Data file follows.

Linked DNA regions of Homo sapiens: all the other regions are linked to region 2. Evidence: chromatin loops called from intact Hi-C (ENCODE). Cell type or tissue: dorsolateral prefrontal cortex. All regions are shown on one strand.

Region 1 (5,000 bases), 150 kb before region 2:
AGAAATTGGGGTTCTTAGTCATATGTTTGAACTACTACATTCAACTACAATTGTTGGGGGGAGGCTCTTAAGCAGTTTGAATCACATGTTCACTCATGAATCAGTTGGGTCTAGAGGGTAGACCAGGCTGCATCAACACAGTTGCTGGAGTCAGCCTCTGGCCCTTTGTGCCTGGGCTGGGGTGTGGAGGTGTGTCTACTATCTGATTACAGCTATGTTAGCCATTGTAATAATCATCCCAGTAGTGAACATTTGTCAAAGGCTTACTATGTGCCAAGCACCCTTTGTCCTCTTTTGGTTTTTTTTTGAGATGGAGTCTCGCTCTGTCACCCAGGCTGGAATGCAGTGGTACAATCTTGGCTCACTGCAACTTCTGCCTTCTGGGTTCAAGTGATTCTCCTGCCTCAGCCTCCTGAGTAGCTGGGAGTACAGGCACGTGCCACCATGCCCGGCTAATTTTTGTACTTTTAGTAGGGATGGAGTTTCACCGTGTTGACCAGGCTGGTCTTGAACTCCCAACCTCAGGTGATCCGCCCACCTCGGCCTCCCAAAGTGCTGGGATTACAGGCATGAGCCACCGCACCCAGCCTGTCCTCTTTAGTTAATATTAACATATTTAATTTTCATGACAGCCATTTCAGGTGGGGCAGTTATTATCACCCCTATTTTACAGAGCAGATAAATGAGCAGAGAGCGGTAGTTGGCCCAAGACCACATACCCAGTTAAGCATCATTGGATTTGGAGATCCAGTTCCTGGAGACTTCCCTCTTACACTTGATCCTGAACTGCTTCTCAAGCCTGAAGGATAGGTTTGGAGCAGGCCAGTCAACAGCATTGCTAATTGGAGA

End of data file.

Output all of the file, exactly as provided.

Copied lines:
Linked DNA regions of Homo sapiens: all the other regions are linked to region 2. Evidence: chromatin loops called from intact Hi-C (ENCODE). Cell type or tissue: dorsolateral prefrontal cortex. All regions are shown on one strand.

Region 1 (5,000 bases), 150 kb before region 2:
AGAAATTGGGGTTCTTAGTCATATGTTTGAACTACTACATTCAACTACAATTGTTGGGGGGAGGCTCTTAAGCAGTTTGAATCACATGTTCACTCATGAATCAGTTGGGTCTAGAGGGTAGACCAGGCTGCATCAACACAGTTGCTGGAGTCAGCCTCTGGCCCTTTGTGCCTGGGCTGGGGTGTGGAGGTGTGTCTACTATCTGATTACAGCTATGTTAGCCATTGTAATAATCATCCCAGTAGTGAACATTTGTCAAAGGCTTACTATGTGCCAAGCACCCTTTGTCCTCTTTTGGTTTTTTTTTGAGATGGAGTCTCGCTCTGTCACCCAGGCTGGAATGCAGTGGTACAATCTTGGCTCACTGCAACTTCTGCCTTCTGGGTTCAAGTGATTCTCCTGCCTCAGCCTCCTGAGTAGCTGGGAGTACAGGCACGTGCCACCATGCCCGGCTAATTTTTGTACTTTTAGTAGGGATGGAGTTTCACCGTGTTGACCAGGCTGGTCTTGAACTCCCAACCTCAGGTGATCCGCCCACCTCGGCCTCCCAAAGTGCTGGGATTACAGGCATGAGCCACCGCACCCAGCCTGTCCTCTTTAGTTAATATTAACATATTTAATTTTCATGACAGCCATTTCAGGTGGGGCAGTTATTATCACCCCTATTTTACAGAGCAGATAAATGAGCAGAGAGCGGTAGTTGGCCCAAGACCACATACCCAGTTAAGCATCATTGGATTTGGAGATCCAGTTCCTGGAGACTTCCCTCTTACACTTGATCCTGAACTGCTTCTCAAGCCTGAAGGATAGGTTTGGAGCAGGCCAGTCAACAGCATTGCTAATTGGAGA